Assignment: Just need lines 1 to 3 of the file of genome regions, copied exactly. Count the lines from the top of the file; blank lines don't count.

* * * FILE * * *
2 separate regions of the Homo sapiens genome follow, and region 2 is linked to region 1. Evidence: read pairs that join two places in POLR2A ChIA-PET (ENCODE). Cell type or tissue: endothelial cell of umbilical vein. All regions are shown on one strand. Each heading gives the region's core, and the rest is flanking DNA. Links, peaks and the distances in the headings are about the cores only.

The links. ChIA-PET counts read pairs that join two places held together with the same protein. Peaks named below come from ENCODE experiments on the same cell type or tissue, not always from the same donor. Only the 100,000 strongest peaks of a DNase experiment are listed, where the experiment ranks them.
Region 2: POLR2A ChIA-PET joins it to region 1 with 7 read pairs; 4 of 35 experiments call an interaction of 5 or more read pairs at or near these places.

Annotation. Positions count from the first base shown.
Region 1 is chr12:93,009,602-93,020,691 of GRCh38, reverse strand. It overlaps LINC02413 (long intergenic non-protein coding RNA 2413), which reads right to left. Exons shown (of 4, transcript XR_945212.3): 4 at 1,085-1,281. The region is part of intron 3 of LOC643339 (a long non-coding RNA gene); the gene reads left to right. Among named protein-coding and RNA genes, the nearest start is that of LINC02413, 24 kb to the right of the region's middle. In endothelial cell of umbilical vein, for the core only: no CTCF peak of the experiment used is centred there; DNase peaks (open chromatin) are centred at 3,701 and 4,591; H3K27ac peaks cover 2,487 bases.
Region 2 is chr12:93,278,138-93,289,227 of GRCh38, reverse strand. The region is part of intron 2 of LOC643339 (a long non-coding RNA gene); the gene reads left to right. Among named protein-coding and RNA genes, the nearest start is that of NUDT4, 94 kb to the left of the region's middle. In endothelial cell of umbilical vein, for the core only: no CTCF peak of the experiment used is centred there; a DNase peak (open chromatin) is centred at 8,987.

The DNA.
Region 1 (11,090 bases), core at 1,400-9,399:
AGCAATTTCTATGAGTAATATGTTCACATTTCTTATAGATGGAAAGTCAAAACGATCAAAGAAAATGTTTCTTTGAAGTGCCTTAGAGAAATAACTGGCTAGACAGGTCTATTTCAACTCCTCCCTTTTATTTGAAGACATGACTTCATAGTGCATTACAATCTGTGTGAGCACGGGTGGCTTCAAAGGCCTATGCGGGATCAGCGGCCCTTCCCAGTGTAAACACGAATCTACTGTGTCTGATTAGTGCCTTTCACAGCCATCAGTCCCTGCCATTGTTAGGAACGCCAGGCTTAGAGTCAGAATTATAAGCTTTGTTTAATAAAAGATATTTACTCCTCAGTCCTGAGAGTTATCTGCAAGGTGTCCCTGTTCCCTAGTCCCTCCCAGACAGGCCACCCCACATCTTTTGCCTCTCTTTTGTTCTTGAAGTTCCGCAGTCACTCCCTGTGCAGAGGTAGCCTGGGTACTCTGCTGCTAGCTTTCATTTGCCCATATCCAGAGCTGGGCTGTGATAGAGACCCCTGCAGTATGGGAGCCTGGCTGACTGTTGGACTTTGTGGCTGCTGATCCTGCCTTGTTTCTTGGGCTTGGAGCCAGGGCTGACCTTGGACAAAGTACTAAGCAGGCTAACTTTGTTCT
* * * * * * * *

2 separate regions of the Homo sapiens genome follow, and region 2 is linked to region 1. Evidence: read pairs that join two places in POLR2A ChIA-PET (ENCODE). Cell type or tissue: endothelial cell of umbilical vein. All regions are shown on one strand. Each heading gives the region's core, and the rest is flanking DNA. Links, peaks and the distances in the headings are about the cores only.

The links. ChIA-PET counts read pairs that join two places held together with the same protein. Peaks named below come from ENCODE experiments on the same cell type or tissue, not always from the same donor. Only the 100,000 strongest peaks of a DNase experiment are listed, where the experiment ranks them.
Region 2: POLR2A ChIA-PET joins it to region 1 with 7 read pairs; 4 of 35 experiments call an interaction of 5 or more read pairs at or near these places.